Mr. Clinton, I Beg To Disagree

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In a recent speech at a Brookings Institution event in Washington, D.C., former U.S. President Bill Clinton warned against the rising popularity of nationalism across the world, calling it a pan-national movement to institutionalize separatism and division within borders.

He cited recent political events in the Americas, Europe and yep, the Philippines.

I have never found anything major to disagree with Mr. Clinton about, except perhaps his womanizing.

But now, I beg to seriously disagree with him lumping the Philippines with his referenced countries in the Americas and Europe.

The Philippines is far from a country like the U.S. which, thanks to Donald Trump and his supporters, is trying to close its borders to immigrants and people of a certain religious faith.

We are not like Great Britain which is exiting from a regional alliance that has provided a foundation for a strong and united  state of affairs and cooperation in Europe.

On the contrary, we have never closed our doors to immigrants, and have in fact welcomed some 1,200 Jews from Germany escaping the Holocaust.  In reality, despite rhetorical statements by our president Rodrigo Duterte, the U.S. remains a strong military and economic ally while still trying to dictate on how we should run our internal affairs.

Unlike Great Britain, we are not moving away from existing international alliances. Rather, we are strengthening mutually-beneficial alliances within our own region and are forming unconventional new ones with China and Russia. We also continue to pursue non-traditional cooperation with countries in the Western Hemisphere.

But my biggest disagreement with Mr. Clinton’s statement is about what he calls “rising popularity of nationalism.”

Nationalism in the Philippines is nothing new.  It has always been part of our history.  Our quest for independence and freedom from imperialism is ingrained in our psyche.  It has always been — during centuries of Spanish colonization and in years and decades of U.S. and Japanese occupation of our islands.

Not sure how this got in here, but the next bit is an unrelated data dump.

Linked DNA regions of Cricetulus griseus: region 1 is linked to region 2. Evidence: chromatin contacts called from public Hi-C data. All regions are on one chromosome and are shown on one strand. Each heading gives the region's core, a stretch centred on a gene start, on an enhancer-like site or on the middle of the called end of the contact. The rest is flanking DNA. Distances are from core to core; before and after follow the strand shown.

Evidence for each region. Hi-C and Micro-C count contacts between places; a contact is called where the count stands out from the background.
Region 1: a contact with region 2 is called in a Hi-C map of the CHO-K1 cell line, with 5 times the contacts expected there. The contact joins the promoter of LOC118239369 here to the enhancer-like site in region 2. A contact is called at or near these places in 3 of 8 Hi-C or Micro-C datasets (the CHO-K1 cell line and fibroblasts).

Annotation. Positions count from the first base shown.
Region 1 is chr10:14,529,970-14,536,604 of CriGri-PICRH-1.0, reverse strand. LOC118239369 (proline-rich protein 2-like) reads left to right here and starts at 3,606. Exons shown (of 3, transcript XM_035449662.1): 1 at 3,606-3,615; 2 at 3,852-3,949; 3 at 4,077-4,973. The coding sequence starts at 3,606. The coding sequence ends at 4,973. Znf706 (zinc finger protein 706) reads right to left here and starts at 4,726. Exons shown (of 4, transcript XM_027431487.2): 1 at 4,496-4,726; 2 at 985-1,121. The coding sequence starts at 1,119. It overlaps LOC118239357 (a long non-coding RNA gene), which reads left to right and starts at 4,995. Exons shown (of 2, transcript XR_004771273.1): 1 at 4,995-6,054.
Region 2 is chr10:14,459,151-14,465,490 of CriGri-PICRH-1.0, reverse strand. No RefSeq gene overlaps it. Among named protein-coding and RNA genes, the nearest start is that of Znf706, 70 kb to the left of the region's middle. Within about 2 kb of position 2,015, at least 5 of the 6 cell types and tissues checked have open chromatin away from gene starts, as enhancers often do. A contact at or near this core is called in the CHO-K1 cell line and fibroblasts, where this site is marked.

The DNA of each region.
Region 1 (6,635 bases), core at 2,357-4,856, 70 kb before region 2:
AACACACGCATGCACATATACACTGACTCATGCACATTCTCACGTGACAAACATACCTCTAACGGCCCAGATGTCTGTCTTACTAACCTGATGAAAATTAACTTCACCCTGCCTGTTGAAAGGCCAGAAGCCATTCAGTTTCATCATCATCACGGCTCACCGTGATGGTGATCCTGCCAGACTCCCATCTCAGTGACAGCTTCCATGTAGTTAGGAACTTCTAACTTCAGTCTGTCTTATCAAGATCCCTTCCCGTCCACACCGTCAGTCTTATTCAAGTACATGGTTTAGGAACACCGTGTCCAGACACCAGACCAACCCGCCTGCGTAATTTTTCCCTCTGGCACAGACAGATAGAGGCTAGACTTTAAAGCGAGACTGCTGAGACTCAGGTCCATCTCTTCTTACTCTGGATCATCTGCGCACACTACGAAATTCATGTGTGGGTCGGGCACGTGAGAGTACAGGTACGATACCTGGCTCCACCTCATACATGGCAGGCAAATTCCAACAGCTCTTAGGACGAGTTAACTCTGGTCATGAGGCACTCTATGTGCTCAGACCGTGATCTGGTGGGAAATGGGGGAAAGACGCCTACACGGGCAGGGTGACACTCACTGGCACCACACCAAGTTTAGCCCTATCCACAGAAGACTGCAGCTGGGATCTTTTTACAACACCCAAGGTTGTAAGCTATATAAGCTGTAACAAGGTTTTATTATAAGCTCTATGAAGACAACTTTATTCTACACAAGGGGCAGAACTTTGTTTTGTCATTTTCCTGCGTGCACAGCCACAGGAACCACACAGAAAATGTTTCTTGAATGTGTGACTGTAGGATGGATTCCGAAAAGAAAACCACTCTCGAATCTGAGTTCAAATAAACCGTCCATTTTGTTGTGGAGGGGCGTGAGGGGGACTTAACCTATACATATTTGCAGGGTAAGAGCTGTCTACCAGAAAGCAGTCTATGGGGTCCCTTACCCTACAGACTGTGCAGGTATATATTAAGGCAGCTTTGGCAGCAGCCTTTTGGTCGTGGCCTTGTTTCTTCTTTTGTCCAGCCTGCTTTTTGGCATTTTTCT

The spirit of nationalism reigns supreme among Filipinos, even in the more modern era of the Marcos dictatorship as well as under the incompetent and corrupt practices of the last 5 administrations since Marcos’ ouster.

Our sense of nationalism does not aim at separatism or division.

We, in fact, strive to be an equal partner with governments and peoples in our region as well as with our “big brothers” in the West, including the U.S.

Despite our internal political differences, our ultimate goal is unity among all our countrymen.

Instead of lumping the Philippines with what’s happening in Trump’s America and in troubled Europe, Mr. Clinton should urge the rest of the world to learn from our small country: that with a leader dedicated to free his people from the shackles of domination and a hostage-type socio-economic dependence on First World countries, we Filipinos may finally earn the respect that has been denied us for so long.  From countries like America and its Western allies.

 

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